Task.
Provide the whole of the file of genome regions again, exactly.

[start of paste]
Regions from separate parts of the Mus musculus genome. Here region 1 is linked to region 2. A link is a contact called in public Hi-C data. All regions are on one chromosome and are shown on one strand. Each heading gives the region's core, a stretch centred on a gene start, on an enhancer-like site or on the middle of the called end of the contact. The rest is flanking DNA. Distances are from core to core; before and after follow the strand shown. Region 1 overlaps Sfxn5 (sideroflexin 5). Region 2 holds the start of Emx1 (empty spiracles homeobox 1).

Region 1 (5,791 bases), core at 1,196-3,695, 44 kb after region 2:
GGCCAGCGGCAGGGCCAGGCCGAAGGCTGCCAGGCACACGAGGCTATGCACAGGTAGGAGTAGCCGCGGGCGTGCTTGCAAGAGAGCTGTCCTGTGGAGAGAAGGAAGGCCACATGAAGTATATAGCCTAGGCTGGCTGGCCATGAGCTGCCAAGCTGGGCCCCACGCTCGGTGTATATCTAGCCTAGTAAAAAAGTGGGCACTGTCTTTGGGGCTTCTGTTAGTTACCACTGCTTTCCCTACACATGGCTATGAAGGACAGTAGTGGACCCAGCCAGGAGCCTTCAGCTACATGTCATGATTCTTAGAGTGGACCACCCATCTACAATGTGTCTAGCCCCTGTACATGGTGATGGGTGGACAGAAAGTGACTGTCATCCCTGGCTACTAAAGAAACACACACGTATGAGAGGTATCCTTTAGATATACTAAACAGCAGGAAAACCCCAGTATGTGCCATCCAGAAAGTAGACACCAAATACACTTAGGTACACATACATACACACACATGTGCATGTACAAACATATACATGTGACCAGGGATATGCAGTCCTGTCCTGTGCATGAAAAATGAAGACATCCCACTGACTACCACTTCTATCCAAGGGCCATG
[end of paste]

Regions from separate parts of the Mus musculus genome. Here region 1 is linked to region 2. A link is a contact called in public Hi-C data. All regions are on one chromosome and are shown on one strand. Each heading gives the region's core, a stretch centred on a gene start, on an enhancer-like site or on the middle of the called end of the contact. The rest is flanking DNA. Distances are from core to core; before and after follow the strand shown. Region 1 overlaps Sfxn5 (sideroflexin 5). Region 2 holds the start of Emx1 (empty spiracles homeobox 1).

Region 1 (5,791 bases), core at 1,196-3,695, 44 kb after region 2:
GGCCAGCGGCAGGGCCAGGCCGAAGGCTGCCAGGCACACGAGGCTATGCACAGGTAGGAGTAGCCGCGGGCGTGCTTGCAAGAGAGCTGTCCTGTGGAGAGAAGGAAGGCCACATGAAGTATATAGCCTAGGCTGGCTGGCCATGAGCTGCCAAGCTGGGCCCCACGCTCGGTGTATATCTAGCCTAGTAAAAAAGTGGGCACTGTCTTTGGGGCTTCTGTTAGTTACCACTGCTTTCCCTACACATGGCTATGAAGGACAGTAGTGGACCCAGCCAGGAGCCTTCAGCTACATGTCATGATTCTTAGAGTGGACCACCCATCTACAATGTGTCTAGCCCCTGTACATGGTGATGGGTGGACAGAAAGTGACTGTCATCCCTGGCTACTAAAGAAACACACACGTATGAGAGGTATCCTTTAGATATACTAAACAGCAGGAAAACCCCAGTATGTGCCATCCAGAAAGTAGACACCAAATACACTTAGGTACACATACATACACACACATGTGCATGTACAAACATATACATGTGACCAGGGATATGCAGTCCTGTCCTGTGCATGAAAAATGAAGACATCCCACTGACTACCACTTCTATCCAAGGGCCATG